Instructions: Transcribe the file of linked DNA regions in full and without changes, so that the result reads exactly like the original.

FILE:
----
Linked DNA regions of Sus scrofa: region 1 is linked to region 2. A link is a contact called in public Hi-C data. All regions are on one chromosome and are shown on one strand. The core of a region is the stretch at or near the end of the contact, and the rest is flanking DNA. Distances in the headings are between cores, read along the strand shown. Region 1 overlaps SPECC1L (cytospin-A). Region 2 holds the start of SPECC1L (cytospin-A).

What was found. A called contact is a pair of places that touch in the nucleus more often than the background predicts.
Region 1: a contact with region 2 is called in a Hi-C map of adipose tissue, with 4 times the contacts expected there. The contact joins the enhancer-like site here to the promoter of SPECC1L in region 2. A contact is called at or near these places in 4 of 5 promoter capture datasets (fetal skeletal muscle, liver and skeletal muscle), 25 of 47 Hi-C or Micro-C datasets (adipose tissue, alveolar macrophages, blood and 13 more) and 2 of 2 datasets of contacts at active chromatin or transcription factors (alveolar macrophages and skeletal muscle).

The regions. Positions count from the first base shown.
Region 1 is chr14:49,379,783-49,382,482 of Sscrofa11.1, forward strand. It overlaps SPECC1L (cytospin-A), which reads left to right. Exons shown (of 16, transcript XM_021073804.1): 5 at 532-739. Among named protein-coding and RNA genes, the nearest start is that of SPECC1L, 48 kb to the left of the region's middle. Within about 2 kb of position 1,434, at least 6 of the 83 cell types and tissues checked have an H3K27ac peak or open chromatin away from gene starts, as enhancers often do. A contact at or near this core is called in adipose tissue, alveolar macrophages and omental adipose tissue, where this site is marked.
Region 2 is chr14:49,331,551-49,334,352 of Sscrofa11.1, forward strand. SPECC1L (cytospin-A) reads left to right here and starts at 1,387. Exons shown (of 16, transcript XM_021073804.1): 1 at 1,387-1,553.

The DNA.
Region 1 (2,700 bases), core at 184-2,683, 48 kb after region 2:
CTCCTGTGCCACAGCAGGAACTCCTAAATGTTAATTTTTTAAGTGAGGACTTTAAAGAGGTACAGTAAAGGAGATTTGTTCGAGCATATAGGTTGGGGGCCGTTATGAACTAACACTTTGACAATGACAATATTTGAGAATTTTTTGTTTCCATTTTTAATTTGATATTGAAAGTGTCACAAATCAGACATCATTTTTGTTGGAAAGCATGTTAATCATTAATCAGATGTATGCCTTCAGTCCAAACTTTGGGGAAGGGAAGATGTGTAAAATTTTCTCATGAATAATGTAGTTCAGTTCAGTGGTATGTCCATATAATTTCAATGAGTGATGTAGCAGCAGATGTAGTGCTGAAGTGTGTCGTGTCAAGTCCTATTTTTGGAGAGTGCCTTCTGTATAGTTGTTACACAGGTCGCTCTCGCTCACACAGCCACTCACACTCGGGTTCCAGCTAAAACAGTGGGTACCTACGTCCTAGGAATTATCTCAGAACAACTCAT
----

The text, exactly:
Linked DNA regions of Sus scrofa: region 1 is linked to region 2. A link is a contact called in public Hi-C data. All regions are on one chromosome and are shown on one strand. The core of a region is the stretch at or near the end of the contact, and the rest is flanking DNA. Distances in the headings are between cores, read along the strand shown. Region 1 overlaps SPECC1L (cytospin-A). Region 2 holds the start of SPECC1L (cytospin-A).

What was found. A called contact is a pair of places that touch in the nucleus more often than the background predicts.
Region 1: a contact with region 2 is called in a Hi-C map of adipose tissue, with 4 times the contacts expected there. The contact joins the enhancer-like site here to the promoter of SPECC1L in region 2. A contact is called at or near these places in 4 of 5 promoter capture datasets (fetal skeletal muscle, liver and skeletal muscle), 25 of 47 Hi-C or Micro-C datasets (adipose tissue, alveolar macrophages, blood and 13 more) and 2 of 2 datasets of contacts at active chromatin or transcription factors (alveolar macrophages and skeletal muscle).

The regions. Positions count from the first base shown.
Region 1 is chr14:49,379,783-49,382,482 of Sscrofa11.1, forward strand. It overlaps SPECC1L (cytospin-A), which reads left to right. Exons shown (of 16, transcript XM_021073804.1): 5 at 532-739. Among named protein-coding and RNA genes, the nearest start is that of SPECC1L, 48 kb to the left of the region's middle. Within about 2 kb of position 1,434, at least 6 of the 83 cell types and tissues checked have an H3K27ac peak or open chromatin away from gene starts, as enhancers often do. A contact at or near this core is called in adipose tissue, alveolar macrophages and omental adipose tissue, where this site is marked.
Region 2 is chr14:49,331,551-49,334,352 of Sscrofa11.1, forward strand. SPECC1L (cytospin-A) reads left to right here and starts at 1,387. Exons shown (of 16, transcript XM_021073804.1): 1 at 1,387-1,553.

The DNA.
Region 1 (2,700 bases), core at 184-2,683, 48 kb after region 2:
CTCCTGTGCCACAGCAGGAACTCCTAAATGTTAATTTTTTAAGTGAGGACTTTAAAGAGGTACAGTAAAGGAGATTTGTTCGAGCATATAGGTTGGGGGCCGTTATGAACTAACACTTTGACAATGACAATATTTGAGAATTTTTTGTTTCCATTTTTAATTTGATATTGAAAGTGTCACAAATCAGACATCATTTTTGTTGGAAAGCATGTTAATCATTAATCAGATGTATGCCTTCAGTCCAAACTTTGGGGAAGGGAAGATGTGTAAAATTTTCTCATGAATAATGTAGTTCAGTTCAGTGGTATGTCCATATAATTTCAATGAGTGATGTAGCAGCAGATGTAGTGCTGAAGTGTGTCGTGTCAAGTCCTATTTTTGGAGAGTGCCTTCTGTATAGTTGTTACACAGGTCGCTCTCGCTCACACAGCCACTCACACTCGGGTTCCAGCTAAAACAGTGGGTACCTACGTCCTAGGAATTATCTCAGAACAACTCAT